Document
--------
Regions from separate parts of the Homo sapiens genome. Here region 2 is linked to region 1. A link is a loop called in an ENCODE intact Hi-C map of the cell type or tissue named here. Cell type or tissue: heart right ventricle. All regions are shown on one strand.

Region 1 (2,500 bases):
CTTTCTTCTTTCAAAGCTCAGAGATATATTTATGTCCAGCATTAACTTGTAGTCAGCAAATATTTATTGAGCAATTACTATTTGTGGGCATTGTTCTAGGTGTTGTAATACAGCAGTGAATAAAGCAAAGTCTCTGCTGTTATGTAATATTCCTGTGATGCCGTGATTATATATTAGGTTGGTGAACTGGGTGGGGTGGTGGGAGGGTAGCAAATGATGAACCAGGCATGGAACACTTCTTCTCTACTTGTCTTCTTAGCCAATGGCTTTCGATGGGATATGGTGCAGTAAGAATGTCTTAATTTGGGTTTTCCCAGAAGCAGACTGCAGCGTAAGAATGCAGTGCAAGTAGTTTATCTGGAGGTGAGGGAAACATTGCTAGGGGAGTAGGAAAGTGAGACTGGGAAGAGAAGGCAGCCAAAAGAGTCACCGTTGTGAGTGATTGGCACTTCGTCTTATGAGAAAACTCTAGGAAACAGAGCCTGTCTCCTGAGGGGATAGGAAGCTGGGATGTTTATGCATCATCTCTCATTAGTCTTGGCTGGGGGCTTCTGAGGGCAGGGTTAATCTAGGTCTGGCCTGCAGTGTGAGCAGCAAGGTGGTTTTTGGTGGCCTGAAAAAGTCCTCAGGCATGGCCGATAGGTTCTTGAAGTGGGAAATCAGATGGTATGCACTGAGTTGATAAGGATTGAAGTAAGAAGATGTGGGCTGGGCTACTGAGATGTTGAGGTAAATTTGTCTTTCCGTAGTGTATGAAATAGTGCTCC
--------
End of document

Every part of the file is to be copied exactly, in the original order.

Regions from separate parts of the Homo sapiens genome. Here region 2 is linked to region 1. A link is a loop called in an ENCODE intact Hi-C map of the cell type or tissue named here. Cell type or tissue: heart right ventricle. All regions are shown on one strand.

Region 1 (2,500 bases):
CTTTCTTCTTTCAAAGCTCAGAGATATATTTATGTCCAGCATTAACTTGTAGTCAGCAAATATTTATTGAGCAATTACTATTTGTGGGCATTGTTCTAGGTGTTGTAATACAGCAGTGAATAAAGCAAAGTCTCTGCTGTTATGTAATATTCCTGTGATGCCGTGATTATATATTAGGTTGGTGAACTGGGTGGGGTGGTGGGAGGGTAGCAAATGATGAACCAGGCATGGAACACTTCTTCTCTACTTGTCTTCTTAGCCAATGGCTTTCGATGGGATATGGTGCAGTAAGAATGTCTTAATTTGGGTTTTCCCAGAAGCAGACTGCAGCGTAAGAATGCAGTGCAAGTAGTTTATCTGGAGGTGAGGGAAACATTGCTAGGGGAGTAGGAAAGTGAGACTGGGAAGAGAAGGCAGCCAAAAGAGTCACCGTTGTGAGTGATTGGCACTTCGTCTTATGAGAAAACTCTAGGAAACAGAGCCTGTCTCCTGAGGGGATAGGAAGCTGGGATGTTTATGCATCATCTCTCATTAGTCTTGGCTGGGGGCTTCTGAGGGCAGGGTTAATCTAGGTCTGGCCTGCAGTGTGAGCAGCAAGGTGGTTTTTGGTGGCCTGAAAAAGTCCTCAGGCATGGCCGATAGGTTCTTGAAGTGGGAAATCAGATGGTATGCACTGAGTTGATAAGGATTGAAGTAAGAAGATGTGGGCTGGGCTACTGAGATGTTGAGGTAAATTTGTCTTTCCGTAGTGTATGAAATAGTGCTCC